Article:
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 Sunday, 13 September 2009
« More Silverlight MVVM fun | Main | CSLA .NET version 3.7.1 available »

I have put two new pre-releases online, and they are available on the download pages:

CSLA .NET 3.7.1 Beta 3 is near-stable. In fact it would have been a release, except for one change I just added that I feel needs a beta cycle.

The 3.7.1 release is primarily bug fixes for a few issues in 3.7.0.

The only new feature is some support for creating custom FieldInfo<T> subclasses, which requires creating PropertyInfo<T> subclasses. If you are doing this, the new 3.7.1 changes in Beta 3 may make your life much easier.

CSLA .NET 3.8.0 Alpha 2 shows my continuing work and thoughts around the new Silverlight 3 binding capabilties and MVVM support.

All the new changes in Alpha 2 are on the Silverlight side, and impact:

  • CslaDataProvider - where the ObjectInstance property is now bindable, so you can "chain" data provider controls in parent-child relationships. This means you can have a child region on a form that is bound to a CslaDataProvider that got its data from the child property of a parent CslaDataProvider.
  • ViewModelBase - a base class that provides protected members you can use to more easily create a ViewModel class for your CSLA .NET business objects. The approach taken is one that exposes the Model (your business object) as a Model property of the ViewModel object; this is the flavor of MVVM that works best with CSLA .NET.
    This does include a protected method to create/fetch the Model as requested in one of the recent MVVM threads on the CSLA .NET forum.
  • ViewModel - a subclass of ViewModelBase that exposes public members for use with InvokeMethod or Execute (see below) so the methods can be invoked directly by XAML. Warning: I may or may not keep this class, depending on your feedback, as I don't know if it is the best plan overall.
  • InvokeMethod - which has breaking changes, but now automatically binds to the current DataContext and does a whole bunch of other nice work on your behalf to invoke methods on a data provider or ViewModel.
  • Execute - a new event trigger action using the new Blend 3 SDK feature of event triggers. The Execute action is similar to InvokeMethod, but works within the new event trigger infrastructure.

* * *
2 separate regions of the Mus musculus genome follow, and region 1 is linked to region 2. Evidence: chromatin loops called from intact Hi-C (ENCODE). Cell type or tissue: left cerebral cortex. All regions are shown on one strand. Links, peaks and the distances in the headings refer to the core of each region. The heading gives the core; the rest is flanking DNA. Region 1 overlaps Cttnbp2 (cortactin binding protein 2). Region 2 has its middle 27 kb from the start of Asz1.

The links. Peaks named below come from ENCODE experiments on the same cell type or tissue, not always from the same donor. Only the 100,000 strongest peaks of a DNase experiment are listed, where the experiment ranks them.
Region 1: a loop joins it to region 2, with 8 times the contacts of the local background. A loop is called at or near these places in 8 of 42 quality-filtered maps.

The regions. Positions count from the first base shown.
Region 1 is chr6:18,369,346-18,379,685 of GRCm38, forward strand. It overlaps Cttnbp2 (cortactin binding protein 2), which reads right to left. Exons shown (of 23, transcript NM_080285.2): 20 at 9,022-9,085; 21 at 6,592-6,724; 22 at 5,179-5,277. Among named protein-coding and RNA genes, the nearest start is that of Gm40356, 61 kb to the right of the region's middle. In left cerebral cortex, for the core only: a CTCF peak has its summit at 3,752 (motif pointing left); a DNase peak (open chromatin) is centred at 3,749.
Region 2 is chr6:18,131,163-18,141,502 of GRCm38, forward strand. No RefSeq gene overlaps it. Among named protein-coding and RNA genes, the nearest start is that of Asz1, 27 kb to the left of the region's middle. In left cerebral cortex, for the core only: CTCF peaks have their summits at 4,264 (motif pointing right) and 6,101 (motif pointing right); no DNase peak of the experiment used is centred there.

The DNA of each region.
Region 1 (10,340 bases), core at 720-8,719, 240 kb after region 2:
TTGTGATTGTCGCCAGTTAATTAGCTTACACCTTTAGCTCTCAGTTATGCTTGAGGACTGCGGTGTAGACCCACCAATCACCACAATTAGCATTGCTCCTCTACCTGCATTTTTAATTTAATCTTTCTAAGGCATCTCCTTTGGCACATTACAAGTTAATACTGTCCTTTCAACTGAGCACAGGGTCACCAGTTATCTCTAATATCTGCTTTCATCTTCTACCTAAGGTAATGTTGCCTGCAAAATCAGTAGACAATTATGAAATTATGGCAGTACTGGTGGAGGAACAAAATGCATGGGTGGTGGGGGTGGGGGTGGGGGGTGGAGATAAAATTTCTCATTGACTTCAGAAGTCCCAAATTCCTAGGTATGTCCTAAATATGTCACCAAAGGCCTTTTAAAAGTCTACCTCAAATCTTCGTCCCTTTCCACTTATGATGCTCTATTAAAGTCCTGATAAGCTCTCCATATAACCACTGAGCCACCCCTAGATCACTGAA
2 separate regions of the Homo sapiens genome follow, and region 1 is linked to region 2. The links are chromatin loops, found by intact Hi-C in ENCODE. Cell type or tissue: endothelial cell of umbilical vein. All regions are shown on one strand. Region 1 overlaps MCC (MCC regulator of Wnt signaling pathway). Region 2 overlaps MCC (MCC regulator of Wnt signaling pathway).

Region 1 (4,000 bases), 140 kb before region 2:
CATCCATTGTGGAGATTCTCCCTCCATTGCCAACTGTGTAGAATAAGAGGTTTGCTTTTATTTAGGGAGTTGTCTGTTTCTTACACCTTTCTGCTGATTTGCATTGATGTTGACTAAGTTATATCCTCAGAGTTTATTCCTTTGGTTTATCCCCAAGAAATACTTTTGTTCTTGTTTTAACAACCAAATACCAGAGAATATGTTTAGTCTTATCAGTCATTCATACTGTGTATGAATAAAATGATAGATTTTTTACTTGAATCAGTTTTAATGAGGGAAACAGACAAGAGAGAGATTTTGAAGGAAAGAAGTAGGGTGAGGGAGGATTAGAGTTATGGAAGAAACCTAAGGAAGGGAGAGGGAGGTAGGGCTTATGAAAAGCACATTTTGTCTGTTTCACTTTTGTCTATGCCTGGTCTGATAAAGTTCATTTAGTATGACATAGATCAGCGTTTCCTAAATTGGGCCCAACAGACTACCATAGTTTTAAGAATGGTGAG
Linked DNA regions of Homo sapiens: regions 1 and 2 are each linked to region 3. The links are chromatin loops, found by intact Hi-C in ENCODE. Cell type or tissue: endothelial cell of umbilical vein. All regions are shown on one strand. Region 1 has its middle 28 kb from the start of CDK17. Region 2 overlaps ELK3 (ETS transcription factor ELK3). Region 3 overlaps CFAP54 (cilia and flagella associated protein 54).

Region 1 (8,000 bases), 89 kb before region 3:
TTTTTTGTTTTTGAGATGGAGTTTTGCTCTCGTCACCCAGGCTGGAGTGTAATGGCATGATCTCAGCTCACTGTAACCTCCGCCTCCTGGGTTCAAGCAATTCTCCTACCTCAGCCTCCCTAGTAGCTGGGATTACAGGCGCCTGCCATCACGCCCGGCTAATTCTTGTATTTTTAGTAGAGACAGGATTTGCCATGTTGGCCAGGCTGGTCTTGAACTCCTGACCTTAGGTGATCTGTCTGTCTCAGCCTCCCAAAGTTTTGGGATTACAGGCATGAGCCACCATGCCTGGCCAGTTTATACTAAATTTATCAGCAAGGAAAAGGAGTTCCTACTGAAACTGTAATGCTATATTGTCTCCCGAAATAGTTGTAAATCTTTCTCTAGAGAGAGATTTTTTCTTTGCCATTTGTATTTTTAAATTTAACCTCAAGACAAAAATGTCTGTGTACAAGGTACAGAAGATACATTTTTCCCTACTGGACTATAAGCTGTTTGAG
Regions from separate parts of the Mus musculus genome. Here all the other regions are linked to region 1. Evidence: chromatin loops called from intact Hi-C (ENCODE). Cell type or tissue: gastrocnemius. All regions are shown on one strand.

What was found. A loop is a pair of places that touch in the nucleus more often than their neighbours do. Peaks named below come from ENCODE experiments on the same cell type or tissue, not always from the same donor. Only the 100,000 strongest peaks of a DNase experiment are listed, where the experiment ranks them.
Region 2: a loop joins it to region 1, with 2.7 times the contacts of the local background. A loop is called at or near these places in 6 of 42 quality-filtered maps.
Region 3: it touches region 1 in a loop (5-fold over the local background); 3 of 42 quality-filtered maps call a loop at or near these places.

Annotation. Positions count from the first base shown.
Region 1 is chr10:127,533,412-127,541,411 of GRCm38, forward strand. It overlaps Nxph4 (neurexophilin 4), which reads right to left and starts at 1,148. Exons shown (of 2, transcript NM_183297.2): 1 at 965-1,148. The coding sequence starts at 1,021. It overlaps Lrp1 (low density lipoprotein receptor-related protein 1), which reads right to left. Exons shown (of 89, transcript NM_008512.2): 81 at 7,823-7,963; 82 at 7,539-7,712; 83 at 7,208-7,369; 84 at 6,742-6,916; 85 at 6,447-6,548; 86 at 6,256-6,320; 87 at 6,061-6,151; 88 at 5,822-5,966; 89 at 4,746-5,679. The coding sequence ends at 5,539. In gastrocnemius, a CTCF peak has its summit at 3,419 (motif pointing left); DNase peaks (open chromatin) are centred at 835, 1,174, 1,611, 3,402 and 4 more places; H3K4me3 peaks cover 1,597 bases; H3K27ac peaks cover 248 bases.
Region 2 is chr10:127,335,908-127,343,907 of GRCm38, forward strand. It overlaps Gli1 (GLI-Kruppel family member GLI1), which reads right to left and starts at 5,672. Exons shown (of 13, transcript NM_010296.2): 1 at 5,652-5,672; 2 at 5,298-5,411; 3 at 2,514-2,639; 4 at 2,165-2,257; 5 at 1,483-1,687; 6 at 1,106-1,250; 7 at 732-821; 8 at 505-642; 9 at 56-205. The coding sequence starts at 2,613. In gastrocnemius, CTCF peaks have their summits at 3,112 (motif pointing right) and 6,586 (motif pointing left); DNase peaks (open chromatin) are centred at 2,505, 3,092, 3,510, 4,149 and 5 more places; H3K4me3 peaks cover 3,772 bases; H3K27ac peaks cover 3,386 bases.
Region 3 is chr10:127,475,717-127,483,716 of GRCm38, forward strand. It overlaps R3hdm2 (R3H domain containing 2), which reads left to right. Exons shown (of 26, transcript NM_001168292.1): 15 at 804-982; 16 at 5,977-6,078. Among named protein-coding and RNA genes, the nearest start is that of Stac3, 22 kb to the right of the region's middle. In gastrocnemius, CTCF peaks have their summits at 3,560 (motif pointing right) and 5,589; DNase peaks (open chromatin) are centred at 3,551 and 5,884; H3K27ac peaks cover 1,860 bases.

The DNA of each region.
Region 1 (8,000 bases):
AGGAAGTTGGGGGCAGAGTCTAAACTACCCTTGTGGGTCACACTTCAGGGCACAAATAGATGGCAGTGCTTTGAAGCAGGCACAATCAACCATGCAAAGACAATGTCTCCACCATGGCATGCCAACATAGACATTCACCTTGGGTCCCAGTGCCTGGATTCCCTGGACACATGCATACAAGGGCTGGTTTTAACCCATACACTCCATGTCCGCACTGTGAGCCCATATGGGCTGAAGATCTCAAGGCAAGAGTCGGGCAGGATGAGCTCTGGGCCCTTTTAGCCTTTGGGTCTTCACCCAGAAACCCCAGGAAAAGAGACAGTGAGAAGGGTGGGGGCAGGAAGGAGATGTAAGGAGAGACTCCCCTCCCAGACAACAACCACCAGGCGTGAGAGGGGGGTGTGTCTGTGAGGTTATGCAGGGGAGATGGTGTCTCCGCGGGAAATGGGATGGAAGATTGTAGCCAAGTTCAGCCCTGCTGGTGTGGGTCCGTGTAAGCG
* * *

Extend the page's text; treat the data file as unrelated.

• PropertyStatus - which has breaking changes, and is now bindable using element binding, and binds to the business object property instead of using a string literal for the property name. It also now exposes properties so a UI control can bind to PropertyStatus, instead of having PropertyStatus directly alter the UI control - this offers major new flexibility in UI design.

If you are using SL3 and/or are at all interested in MVVM, please take a look at what I'm doing in 3.8 and provide feedback.

As always, my intent is not for CSLA .NET to become a UI framework. At the same time, I feel the need to fill in at least the most glaring holes in the UI layer to enable use of CSLA .NET - and this means providing a basic way for XAML to invoke ViewModel methods, and for validation/authorization rules to be expressed in a rich manner in the UI.

It should be the case that any MVVM UI framework will be compatible with viewmodel objects you create by subclassing ViewModelBase. If that's not true, I'd like to hear about the issues you run into. Since ViewModelBase exposes nearly all protected members (except for Model, IsBusy and Error, which are public), I expect that it will provide an incredibly flexible start point for creating viewmodel objects.

The ViewModel base class is an example of how ViewModelBase can be subclasses to create a base that works with a specific UI implementation - specifically InvokeMethod and/or Execute.

Assuming generally positive feedback on the changes I've made on the Silverlight side, I'll port the appropriate changes to the WPF side, and then release 3.8.

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